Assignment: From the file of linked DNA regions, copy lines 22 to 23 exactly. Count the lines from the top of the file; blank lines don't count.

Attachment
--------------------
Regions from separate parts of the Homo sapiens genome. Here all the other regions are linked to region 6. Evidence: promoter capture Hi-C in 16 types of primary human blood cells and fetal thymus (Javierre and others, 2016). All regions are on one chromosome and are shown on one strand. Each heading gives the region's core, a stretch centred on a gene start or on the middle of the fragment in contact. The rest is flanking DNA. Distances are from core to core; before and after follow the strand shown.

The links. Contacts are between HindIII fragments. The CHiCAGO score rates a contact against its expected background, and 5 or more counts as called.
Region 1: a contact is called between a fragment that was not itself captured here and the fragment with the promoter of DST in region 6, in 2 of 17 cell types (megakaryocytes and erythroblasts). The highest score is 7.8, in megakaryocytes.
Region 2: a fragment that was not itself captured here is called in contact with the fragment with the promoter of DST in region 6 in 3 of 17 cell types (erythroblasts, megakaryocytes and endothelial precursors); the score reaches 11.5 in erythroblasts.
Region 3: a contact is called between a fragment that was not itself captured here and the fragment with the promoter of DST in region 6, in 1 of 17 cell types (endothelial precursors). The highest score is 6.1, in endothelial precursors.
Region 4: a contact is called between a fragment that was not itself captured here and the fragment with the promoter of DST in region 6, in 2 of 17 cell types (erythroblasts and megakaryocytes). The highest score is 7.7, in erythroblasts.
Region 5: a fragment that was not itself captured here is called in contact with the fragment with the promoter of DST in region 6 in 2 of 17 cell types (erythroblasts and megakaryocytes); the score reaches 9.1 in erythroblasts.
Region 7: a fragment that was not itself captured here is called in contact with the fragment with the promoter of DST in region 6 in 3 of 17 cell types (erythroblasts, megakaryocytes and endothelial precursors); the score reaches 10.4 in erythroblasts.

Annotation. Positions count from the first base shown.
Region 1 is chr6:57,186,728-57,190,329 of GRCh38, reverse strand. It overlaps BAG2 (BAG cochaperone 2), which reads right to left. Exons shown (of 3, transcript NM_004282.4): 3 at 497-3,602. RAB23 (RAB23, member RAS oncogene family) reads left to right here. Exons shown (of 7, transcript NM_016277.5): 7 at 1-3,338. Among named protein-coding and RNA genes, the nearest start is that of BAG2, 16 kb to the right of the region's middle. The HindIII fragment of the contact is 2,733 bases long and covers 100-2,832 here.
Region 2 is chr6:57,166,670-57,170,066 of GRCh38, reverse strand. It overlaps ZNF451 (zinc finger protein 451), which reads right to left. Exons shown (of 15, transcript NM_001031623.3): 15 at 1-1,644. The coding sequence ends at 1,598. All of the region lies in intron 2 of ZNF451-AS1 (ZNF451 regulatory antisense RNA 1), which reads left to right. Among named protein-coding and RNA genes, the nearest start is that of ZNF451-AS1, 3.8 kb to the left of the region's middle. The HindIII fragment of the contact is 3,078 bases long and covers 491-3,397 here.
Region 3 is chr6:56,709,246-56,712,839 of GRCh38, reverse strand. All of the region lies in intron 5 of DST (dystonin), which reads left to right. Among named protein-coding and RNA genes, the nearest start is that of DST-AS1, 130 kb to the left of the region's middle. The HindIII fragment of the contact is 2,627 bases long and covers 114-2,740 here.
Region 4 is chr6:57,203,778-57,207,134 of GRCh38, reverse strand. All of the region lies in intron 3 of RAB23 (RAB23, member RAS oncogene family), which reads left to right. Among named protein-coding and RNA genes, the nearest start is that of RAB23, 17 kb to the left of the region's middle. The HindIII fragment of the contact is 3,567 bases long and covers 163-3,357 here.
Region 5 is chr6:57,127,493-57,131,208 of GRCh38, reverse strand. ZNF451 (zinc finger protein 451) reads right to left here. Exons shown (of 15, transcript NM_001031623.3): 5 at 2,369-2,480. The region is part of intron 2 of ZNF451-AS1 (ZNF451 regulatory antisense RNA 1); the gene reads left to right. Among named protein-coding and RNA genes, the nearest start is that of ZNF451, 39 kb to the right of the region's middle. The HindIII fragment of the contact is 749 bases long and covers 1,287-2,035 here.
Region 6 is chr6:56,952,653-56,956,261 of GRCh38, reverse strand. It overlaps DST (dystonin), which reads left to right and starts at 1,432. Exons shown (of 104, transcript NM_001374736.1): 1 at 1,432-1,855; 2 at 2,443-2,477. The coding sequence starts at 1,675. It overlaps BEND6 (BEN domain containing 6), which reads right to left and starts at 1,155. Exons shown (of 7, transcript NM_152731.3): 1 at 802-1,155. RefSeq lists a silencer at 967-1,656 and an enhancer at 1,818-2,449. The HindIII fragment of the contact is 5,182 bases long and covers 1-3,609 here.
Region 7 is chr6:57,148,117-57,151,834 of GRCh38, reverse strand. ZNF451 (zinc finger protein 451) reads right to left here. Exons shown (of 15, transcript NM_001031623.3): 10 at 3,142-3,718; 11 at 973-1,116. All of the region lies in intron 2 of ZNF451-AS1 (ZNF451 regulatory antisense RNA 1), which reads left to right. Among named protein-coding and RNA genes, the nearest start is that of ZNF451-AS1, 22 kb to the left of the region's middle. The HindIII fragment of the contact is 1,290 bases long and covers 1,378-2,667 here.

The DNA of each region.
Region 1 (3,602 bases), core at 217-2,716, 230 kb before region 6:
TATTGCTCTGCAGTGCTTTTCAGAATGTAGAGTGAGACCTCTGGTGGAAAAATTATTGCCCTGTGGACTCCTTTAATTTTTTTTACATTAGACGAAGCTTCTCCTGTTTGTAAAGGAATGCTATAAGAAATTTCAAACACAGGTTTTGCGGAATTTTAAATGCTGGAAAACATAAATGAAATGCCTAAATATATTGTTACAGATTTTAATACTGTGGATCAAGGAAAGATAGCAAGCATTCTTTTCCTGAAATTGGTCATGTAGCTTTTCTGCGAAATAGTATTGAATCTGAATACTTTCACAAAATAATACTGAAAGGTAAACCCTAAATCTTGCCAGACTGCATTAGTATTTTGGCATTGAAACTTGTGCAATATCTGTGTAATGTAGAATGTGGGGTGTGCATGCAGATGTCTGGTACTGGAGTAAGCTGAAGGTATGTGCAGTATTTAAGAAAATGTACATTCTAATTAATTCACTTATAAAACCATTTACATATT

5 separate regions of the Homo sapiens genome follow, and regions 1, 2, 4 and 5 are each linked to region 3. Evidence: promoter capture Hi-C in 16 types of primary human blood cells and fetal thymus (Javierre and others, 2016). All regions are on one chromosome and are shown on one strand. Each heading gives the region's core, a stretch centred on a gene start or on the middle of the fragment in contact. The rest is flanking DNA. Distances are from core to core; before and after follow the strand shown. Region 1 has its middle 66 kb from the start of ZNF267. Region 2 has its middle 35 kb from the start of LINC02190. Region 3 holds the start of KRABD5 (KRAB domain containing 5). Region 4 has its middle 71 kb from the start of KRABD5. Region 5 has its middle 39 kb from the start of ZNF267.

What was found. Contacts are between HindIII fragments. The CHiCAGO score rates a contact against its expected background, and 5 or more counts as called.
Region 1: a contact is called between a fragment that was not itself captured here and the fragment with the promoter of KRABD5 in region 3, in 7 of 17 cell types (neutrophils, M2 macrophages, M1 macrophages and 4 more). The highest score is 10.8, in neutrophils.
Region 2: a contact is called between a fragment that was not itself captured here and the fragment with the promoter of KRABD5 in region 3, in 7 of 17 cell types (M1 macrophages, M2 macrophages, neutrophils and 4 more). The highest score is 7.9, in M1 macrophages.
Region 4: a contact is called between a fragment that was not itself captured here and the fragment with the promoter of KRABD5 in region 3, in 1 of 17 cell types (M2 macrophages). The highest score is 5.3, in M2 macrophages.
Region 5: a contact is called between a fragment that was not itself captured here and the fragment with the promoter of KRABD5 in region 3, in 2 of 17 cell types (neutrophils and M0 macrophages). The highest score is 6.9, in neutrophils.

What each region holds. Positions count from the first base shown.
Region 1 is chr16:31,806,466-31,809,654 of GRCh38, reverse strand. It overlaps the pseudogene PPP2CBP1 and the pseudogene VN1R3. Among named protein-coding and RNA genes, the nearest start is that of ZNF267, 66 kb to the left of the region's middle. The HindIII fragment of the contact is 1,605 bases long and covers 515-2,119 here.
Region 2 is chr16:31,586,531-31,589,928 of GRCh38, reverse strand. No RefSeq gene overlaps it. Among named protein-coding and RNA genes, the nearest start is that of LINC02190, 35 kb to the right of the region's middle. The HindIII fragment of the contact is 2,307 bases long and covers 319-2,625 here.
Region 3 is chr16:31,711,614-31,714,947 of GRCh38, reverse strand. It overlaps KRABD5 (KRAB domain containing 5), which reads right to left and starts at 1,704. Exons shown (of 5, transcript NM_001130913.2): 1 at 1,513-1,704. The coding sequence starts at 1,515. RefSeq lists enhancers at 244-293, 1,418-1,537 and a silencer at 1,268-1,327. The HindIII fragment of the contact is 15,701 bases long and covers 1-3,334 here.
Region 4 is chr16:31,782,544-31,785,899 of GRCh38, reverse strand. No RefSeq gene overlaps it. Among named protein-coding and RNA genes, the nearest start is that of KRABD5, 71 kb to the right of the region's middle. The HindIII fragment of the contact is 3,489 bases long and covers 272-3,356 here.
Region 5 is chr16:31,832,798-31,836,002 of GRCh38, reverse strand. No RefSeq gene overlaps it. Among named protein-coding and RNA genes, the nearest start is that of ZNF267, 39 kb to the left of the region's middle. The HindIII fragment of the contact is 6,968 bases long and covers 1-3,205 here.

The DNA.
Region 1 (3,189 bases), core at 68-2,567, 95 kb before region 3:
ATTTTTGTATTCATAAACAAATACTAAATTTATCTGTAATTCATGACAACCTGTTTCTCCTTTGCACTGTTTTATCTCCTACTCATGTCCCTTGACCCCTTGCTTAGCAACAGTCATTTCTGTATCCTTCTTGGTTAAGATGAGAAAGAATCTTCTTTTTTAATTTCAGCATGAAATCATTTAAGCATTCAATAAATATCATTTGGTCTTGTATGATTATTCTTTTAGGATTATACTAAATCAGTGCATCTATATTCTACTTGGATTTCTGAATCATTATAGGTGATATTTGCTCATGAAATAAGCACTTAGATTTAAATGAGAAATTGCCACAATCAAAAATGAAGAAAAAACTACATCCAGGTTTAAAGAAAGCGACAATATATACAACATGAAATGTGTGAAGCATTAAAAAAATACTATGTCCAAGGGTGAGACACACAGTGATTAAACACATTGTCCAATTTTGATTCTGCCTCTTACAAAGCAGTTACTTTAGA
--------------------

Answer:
Region 1: a contact is called between a fragment that was not itself captured here and the fragment with the promoter of KRABD5 in region 3, in 7 of 17 cell types (neutrophils, M2 macrophages, M1 macrophages and 4 more). The highest score is 10.8, in neutrophils.
Region 2: a contact is called between a fragment that was not itself captured here and the fragment with the promoter of KRABD5 in region 3, in 7 of 17 cell types (M1 macrophages, M2 macrophages, neutrophils and 4 more). The highest score is 7.9, in M1 macrophages.